I’m not so optimistic simply because the fundamentals of the game haven’t really changed. TSW is still the beast it is (for good and bad) and having or not having a sub does not change that. I’m sure there will be an uptick in sales. There has to be. And that’s only good news. But I doubt the retention rates, and by extension the amount of active players, would change much if you were to sample pre and post B2P. I think the fact that the game just didn’t click for a lot of people was a much stronger factor in the equation than the sub ever was. No matter how much you charge people at the door, or how expensive your drinks are, if people don’t really like the music all you’ll ever end up with are the people who really don’t care about the music. Which might be good for business, but that’s just about all that such a thing is good for.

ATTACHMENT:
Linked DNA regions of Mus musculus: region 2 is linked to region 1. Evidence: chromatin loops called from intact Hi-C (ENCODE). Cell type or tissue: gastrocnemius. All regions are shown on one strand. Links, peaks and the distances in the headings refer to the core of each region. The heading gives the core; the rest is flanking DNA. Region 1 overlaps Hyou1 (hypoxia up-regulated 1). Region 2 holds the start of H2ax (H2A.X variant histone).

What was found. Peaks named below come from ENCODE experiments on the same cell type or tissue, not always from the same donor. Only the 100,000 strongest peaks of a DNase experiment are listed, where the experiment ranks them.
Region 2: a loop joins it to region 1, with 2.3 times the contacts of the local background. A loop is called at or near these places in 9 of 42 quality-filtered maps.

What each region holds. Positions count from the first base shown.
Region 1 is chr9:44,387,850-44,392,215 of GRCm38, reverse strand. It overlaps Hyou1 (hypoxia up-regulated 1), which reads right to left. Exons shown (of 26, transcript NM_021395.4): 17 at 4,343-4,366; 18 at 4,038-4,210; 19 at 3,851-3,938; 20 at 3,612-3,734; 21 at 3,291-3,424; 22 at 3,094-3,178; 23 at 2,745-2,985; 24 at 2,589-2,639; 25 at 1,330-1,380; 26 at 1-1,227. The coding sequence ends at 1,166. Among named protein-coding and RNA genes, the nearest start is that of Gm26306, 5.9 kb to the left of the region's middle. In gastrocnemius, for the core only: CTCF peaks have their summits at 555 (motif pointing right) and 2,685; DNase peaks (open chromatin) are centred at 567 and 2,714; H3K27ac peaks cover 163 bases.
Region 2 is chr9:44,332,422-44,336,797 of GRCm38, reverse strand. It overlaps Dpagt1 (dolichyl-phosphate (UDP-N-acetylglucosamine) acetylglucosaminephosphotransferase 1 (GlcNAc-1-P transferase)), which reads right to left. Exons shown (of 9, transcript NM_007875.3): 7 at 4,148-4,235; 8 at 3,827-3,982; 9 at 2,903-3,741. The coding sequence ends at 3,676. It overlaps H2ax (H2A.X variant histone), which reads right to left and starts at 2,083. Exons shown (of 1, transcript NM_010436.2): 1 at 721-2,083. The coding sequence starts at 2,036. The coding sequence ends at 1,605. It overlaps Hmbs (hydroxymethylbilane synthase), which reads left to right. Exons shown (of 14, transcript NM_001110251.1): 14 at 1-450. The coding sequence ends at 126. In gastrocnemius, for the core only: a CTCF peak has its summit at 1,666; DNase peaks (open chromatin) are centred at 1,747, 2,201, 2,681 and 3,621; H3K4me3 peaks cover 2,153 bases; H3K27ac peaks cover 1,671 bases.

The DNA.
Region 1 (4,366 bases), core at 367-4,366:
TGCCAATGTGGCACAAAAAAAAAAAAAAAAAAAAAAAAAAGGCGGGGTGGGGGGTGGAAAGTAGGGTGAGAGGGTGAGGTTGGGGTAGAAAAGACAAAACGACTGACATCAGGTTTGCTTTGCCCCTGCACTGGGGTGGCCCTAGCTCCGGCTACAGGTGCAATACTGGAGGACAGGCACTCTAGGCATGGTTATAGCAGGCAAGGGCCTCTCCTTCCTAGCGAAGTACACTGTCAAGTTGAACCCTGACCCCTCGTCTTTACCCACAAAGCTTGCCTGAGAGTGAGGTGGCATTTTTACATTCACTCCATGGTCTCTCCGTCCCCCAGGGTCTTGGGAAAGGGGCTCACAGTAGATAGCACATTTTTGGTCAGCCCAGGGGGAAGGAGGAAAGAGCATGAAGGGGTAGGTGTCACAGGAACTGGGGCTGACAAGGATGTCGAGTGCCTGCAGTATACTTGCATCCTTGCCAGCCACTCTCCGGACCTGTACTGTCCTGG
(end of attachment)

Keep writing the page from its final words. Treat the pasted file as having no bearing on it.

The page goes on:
TL;DR: The sub was not the only thing that drove people off TSW. And in a sort of ying-yang way, the lack of sub might bring some back, but it won’t be the only thing that will make them stay. And if you don’t believe me ask around Bellevue.

Exception handling

To friends, acquaintances and IM stragglers: I take exception (a lot of exception, actually) to being told that if I don’t like The Secret World is because I “don’t get it” or just want “more of the same”.